WASHINGTON — The U.S. Space Force is ramping up planning for the second phase of its medium-Earth orbit missile tracking program, part of a broader effort to make the service’s space-based missile defense capabilities more resilient against enemy threats.
Space Systems Command, the Space Force’s primary acquisition arm, released a notice March 31 seeking feedback from companies on its strategy to build a fleet of missile tracking satellites in medium Earth orbit, or MEO, which will reside at an altitude between 1,200 and 22,000 miles (1,931 and 35,406 kilometers) above sea level.
The service hasn’t released the details of its strategy for the second phase of its MEO-based missile tracking architecture, dubbed “Epoch 2,” but said in a statement that it will build on the program’s first epoch, which will feature at least nine satellites built by Millennium Space Systems and Raytheon.
The program is one component of the Space Force’s plan to strengthen its missile warning and tracking capabilities against increasing threats from China and Russia by launching satellites to MEO and low-Earth orbit, or up to 1,200 miles above the planet. Today, those spacecraft mostly reside in geosynchronous orbit, or GEO, about 22,000 miles away. Satellites located at MEO, between LEO and GEO, can observe large areas without requiring the same level of complexity from sensors positioned further away from the planet.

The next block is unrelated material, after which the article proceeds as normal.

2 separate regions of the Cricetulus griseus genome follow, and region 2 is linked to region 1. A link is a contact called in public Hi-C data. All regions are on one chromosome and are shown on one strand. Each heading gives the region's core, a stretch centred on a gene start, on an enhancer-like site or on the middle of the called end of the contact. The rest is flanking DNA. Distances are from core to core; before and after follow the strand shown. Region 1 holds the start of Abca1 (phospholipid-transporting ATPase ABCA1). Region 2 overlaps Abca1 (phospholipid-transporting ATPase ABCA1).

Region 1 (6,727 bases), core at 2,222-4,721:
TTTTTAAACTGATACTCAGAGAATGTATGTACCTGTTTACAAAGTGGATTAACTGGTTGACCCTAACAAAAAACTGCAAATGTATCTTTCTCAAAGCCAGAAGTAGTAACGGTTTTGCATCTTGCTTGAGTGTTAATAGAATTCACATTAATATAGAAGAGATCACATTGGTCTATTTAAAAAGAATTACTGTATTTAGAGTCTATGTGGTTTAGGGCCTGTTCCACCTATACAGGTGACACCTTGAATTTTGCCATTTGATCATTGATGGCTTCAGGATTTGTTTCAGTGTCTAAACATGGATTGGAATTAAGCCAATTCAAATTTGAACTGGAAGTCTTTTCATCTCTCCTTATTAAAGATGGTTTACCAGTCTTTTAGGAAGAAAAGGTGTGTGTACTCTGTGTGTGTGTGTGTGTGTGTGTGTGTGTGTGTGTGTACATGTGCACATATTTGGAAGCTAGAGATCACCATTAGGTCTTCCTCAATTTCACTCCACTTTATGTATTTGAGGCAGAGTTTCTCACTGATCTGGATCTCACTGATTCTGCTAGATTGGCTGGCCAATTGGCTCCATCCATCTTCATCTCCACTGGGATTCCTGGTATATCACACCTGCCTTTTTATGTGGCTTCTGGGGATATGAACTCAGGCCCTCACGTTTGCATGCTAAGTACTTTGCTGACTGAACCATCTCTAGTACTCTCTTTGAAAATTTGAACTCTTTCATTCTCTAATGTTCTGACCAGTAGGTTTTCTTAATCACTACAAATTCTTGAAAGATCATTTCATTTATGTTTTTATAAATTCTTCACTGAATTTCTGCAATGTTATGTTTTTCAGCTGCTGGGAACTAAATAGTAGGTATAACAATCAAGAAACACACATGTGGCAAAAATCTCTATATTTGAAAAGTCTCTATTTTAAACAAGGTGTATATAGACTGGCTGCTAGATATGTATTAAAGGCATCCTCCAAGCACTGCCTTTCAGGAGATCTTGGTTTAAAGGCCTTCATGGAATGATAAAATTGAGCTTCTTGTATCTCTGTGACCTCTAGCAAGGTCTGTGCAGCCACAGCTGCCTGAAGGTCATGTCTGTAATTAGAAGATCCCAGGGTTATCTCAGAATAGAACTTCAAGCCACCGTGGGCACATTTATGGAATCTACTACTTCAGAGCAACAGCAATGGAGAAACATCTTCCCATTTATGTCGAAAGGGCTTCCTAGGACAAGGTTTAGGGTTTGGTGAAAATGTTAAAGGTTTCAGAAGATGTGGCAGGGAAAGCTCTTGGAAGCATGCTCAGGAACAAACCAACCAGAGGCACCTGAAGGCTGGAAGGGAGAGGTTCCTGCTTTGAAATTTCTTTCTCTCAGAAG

The Space Force is seeking $538 million for the MEO tracking satellites in fiscal 2024, largely to support Epoch 1. The service projects it will need $3.5 billion for the program between FY24 and FY28.
Millennium, a Boeing subsidiary, and Raytheon have contracts to build Epoch 1 prototypes that will fly as soon as 2026. They include options for the service to purchase as many as three satellites each, though budget documents indicate it will purchase six from Millennium using a $130 million funding add Congress provided in FY23.
The Space Force may also bring on a third provider and could award a contract by the end of this summer.
By 2028, the Space Force expects to have four MEO satellites on orbit with a goal of launching technology upgrades on a two-year cycle — similar to the Space Development Agency’s approach of regularly fielding new satellites to increase the performance of its fleet.
Courtney Albon is C4ISRNET’s space and emerging technology reporter. She has covered the U.S. military since 2012, with a focus on the Air Force and Space Force. She has reported on some of the Defense Department’s most significant acquisition, budget and policy challenges.